- Yuko Sakaguchi (College of Pharmaceutical Sciences, Ritsumeikan University / email@example.com)
1) College of Pharmaceutical Sciences, Ritsumeikan University , 2) Kyoto Women’s University, Faculty of Home Economics , 3) Ariake National College of Technology , 4) Kumamoto University Graduate School of Pharmaceutical Sciences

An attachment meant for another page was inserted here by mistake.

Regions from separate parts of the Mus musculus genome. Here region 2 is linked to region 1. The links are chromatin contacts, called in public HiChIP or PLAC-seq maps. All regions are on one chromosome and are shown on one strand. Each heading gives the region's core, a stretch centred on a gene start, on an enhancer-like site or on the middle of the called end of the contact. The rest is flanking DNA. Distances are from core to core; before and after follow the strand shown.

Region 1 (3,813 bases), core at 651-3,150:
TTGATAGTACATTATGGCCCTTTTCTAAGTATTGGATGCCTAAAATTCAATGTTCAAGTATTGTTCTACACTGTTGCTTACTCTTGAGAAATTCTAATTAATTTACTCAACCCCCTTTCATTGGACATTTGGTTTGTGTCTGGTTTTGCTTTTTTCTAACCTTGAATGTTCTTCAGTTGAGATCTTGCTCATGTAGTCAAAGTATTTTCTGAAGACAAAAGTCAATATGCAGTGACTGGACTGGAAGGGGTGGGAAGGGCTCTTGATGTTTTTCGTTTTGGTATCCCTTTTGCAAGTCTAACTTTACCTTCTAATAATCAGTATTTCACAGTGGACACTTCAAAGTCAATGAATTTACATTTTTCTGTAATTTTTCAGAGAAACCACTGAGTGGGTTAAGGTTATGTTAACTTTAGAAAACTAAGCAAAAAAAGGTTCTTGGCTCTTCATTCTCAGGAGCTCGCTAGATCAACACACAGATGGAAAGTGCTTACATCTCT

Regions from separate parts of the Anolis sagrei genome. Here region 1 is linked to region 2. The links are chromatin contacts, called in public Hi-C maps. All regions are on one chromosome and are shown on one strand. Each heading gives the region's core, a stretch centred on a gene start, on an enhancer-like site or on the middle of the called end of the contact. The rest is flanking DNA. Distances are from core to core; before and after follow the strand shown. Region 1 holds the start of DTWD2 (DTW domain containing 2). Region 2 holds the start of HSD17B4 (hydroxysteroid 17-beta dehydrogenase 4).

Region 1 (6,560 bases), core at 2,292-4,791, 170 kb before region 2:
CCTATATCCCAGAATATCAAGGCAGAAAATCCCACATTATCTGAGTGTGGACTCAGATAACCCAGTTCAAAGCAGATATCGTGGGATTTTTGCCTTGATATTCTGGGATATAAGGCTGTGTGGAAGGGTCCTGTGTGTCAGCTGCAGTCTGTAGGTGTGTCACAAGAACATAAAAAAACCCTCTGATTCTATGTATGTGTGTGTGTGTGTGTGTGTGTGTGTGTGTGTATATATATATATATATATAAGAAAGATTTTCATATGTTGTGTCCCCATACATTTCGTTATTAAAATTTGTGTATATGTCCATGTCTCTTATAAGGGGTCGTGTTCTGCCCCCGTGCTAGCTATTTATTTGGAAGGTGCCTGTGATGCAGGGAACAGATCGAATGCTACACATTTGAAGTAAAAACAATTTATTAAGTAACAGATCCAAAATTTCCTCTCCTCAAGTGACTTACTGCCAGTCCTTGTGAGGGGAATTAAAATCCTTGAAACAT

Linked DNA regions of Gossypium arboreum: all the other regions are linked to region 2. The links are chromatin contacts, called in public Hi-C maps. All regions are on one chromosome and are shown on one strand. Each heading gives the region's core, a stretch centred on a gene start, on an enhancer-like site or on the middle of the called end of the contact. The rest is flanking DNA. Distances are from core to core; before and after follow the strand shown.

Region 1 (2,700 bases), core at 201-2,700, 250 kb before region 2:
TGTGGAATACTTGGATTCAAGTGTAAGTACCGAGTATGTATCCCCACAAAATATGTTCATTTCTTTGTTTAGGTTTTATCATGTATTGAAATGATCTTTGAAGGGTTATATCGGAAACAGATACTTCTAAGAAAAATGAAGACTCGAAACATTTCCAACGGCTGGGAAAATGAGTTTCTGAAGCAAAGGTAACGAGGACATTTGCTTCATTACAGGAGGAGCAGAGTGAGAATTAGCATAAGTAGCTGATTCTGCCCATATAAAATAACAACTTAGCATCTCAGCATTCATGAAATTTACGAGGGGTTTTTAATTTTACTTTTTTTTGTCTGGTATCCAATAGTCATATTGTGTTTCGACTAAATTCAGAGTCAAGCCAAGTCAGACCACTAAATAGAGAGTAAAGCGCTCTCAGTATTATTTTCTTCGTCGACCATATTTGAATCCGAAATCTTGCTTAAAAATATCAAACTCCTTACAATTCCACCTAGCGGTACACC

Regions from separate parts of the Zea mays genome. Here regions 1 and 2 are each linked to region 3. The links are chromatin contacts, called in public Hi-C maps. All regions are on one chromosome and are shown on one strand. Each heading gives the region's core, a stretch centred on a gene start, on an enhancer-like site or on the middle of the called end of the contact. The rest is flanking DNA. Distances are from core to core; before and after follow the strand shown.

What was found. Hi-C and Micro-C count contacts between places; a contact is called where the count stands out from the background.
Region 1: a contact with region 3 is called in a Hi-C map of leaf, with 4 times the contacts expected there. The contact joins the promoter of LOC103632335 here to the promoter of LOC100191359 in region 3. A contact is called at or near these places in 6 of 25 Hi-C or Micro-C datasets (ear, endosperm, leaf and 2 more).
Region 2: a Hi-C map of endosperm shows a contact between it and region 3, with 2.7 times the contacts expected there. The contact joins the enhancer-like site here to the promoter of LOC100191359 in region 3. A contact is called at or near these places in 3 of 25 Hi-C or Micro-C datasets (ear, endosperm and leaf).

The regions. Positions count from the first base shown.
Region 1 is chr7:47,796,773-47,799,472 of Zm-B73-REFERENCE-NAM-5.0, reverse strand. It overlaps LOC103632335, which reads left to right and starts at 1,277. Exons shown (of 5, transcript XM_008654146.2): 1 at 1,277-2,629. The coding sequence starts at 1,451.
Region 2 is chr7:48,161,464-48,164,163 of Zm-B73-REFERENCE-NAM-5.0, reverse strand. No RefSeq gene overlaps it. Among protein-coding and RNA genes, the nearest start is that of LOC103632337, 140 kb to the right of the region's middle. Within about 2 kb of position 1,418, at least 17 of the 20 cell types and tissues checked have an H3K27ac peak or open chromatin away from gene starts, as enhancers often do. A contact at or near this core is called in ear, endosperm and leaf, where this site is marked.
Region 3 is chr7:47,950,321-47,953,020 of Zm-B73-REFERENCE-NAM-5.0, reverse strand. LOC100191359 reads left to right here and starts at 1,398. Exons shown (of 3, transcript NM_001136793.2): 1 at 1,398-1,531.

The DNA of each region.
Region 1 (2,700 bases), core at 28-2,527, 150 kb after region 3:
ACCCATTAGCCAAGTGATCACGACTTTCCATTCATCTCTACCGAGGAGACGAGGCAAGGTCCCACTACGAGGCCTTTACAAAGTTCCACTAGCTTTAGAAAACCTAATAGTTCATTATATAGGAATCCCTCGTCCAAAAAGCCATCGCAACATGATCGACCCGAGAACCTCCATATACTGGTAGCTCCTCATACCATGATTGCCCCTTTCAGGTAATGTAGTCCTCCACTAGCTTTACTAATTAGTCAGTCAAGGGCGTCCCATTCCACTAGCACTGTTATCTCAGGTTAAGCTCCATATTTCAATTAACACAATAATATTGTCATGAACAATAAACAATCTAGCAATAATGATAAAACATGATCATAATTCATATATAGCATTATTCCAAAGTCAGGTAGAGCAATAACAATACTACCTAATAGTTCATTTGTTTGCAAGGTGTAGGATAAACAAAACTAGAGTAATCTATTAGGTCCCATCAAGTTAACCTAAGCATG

Neonicotinoids are potent agonists of nicotinic acetylcholine receptors that exert insecticidal effects by causing abnormal excitation of the nervous system. Neonicotinoids and their metabolites effect in mammals, including humans, have become a concern. In the present study, we evaluated the effects of chronic exposure of two neonicotinoids, acetamiprid (ACE) and clothianidin (CTD), on Caenorhabditis elegans. We used 1, 10, 100, and 1000 µM solutions of nicotine, ACE, and CTD dissolved in 1% dimethyl sulfoxide (DMSO). Bioassays and motility tests, which are neurotoxicity assessments, were performed on the L1‒L2 larvae of wild-type C. elegans. To evaluate the effect of exposure over multiple generations and the correlation between concentrations and generations, the same study was conducted on the second and third generations of the exposed group. The bioassay results showed concentration-dependent adverse effects: body length, maturity rate, and lifetime number of pups decreased for both ACE and CTD for the first generation. In a multi-generation study, the effect intensified with the progression of generations, and the toxicity of both ACE and CTD was cumulative. This effect was more pronounced in breeding studies. The motility test results showed concentration-dependent adverse effects, such as a decrease in the number of behaviors for both ACE and CTD in both tests for the first generation. In a multi-generation study, the effect intensified with the progression of generations, and this effect was more pronounced with ACE exposure. Thus, the chronic exposure to ACE and CTD may cause cross-generational adverse effects, especially on C. elegans reproduction and motion.